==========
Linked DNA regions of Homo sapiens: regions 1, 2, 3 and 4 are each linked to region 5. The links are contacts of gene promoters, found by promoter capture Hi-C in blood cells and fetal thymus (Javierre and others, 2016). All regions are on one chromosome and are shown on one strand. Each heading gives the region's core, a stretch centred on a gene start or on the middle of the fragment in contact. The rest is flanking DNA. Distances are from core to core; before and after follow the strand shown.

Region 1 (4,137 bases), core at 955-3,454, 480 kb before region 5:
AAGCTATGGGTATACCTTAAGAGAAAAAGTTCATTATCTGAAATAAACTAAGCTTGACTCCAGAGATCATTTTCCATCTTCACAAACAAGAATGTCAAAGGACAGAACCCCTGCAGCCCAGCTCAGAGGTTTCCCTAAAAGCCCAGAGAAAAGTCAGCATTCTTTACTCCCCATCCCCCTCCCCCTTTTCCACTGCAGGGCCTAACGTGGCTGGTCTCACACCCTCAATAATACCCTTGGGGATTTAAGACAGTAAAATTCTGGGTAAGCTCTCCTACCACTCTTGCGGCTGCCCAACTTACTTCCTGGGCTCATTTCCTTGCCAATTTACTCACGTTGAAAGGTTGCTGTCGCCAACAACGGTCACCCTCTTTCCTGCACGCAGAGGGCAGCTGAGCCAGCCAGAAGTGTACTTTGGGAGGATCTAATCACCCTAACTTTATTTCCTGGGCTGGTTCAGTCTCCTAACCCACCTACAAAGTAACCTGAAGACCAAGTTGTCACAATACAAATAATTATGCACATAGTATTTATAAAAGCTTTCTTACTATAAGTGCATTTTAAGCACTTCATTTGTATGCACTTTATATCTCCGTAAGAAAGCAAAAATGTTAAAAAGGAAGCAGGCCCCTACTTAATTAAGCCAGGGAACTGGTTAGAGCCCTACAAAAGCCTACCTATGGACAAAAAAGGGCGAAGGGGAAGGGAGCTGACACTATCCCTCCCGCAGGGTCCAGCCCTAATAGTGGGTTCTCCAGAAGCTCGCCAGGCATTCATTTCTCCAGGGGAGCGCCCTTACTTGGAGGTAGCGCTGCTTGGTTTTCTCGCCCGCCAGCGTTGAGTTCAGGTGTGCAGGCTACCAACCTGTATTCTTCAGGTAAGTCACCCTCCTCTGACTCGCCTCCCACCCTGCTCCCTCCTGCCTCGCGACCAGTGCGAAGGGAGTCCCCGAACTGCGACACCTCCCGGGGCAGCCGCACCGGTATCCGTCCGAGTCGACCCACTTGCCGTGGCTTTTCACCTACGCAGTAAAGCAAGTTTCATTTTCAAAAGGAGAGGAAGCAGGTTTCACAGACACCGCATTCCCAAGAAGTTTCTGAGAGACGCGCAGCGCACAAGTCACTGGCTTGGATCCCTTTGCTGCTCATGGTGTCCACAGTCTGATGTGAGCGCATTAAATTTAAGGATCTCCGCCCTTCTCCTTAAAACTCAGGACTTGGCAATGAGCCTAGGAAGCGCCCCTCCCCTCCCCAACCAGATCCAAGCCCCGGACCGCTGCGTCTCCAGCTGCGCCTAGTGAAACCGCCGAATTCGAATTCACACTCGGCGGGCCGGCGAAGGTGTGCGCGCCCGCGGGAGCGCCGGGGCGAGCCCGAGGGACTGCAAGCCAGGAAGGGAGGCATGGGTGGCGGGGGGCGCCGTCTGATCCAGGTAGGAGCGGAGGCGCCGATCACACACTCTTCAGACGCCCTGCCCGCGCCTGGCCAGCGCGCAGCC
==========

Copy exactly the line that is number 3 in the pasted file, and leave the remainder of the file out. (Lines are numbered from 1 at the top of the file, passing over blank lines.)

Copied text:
AAGCTATGGGTATACCTTAAGAGAAAAAGTTCATTATCTGAAATAAACTAAGCTTGACTCCAGAGATCATTTTCCATCTTCACAAACAAGAATGTCAAAGGACAGAACCCCTGCAGCCCAGCTCAGAGGTTTCCCTAAAAGCCCAGAGAAAAGTCAGCATTCTTTACTCCCCATCCCCCTCCCCCTTTTCCACTGCAGGGCCTAACGTGGCTGGTCTCACACCCTCAATAATACCCTTGGGGATTTAAGACAGTAAAATTCTGGGTAAGCTCTCCTACCACTCTTGCGGCTGCCCAACTTACTTCCTGGGCTCATTTCCTTGCCAATTTACTCACGTTGAAAGGTTGCTGTCGCCAACAACGGTCACCCTCTTTCCTGCACGCAGAGGGCAGCTGAGCCAGCCAGAAGTGTACTTTGGGAGGATCTAATCACCCTAACTTTATTTCCTGGGCTGGTTCAGTCTCCTAACCCACCTACAAAGTAACCTGAAGACCAAGTTGTCACAATACAAATAATTATGCACATAGTATTTATAAAAGCTTTCTTACTATAAGTGCATTTTAAGCACTTCATTTGTATGCACTTTATATCTCCGTAAGAAAGCAAAAATGTTAAAAAGGAAGCAGGCCCCTACTTAATTAAGCCAGGGAACTGGTTAGAGCCCTACAAAAGCCTACCTATGGACAAAAAAGGGCGAAGGGGAAGGGAGCTGACACTATCCCTCCCGCAGGGTCCAGCCCTAATAGTGGGTTCTCCAGAAGCTCGCCAGGCATTCATTTCTCCAGGGGAGCGCCCTTACTTGGAGGTAGCGCTGCTTGGTTTTCTCGCCCGCCAGCGTTGAGTTCAGGTGTGCAGGCTACCAACCTGTATTCTTCAGGTAAGTCACCCTCCTCTGACTCGCCTCCCACCCTGCTCCCTCCTGCCTCGCGACCAGTGCGAAGGGAGTCCCCGAACTGCGACACCTCCCGGGGCAGCCGCACCGGTATCCGTCCGAGTCGACCCACTTGCCGTGGCTTTTCACCTACGCAGTAAAGCAAGTTTCATTTTCAAAAGGAGAGGAAGCAGGTTTCACAGACACCGCATTCCCAAGAAGTTTCTGAGAGACGCGCAGCGCACAAGTCACTGGCTTGGATCCCTTTGCTGCTCATGGTGTCCACAGTCTGATGTGAGCGCATTAAATTTAAGGATCTCCGCCCTTCTCCTTAAAACTCAGGACTTGGCAATGAGCCTAGGAAGCGCCCCTCCCCTCCCCAACCAGATCCAAGCCCCGGACCGCTGCGTCTCCAGCTGCGCCTAGTGAAACCGCCGAATTCGAATTCACACTCGGCGGGCCGGCGAAGGTGTGCGCGCCCGCGGGAGCGCCGGGGCGAGCCCGAGGGACTGCAAGCCAGGAAGGGAGGCATGGGTGGCGGGGGGCGCCGTCTGATCCAGGTAGGAGCGGAGGCGCCGATCACACACTCTTCAGACGCCCTGCCCGCGCCTGGCCAGCGCGCAGCC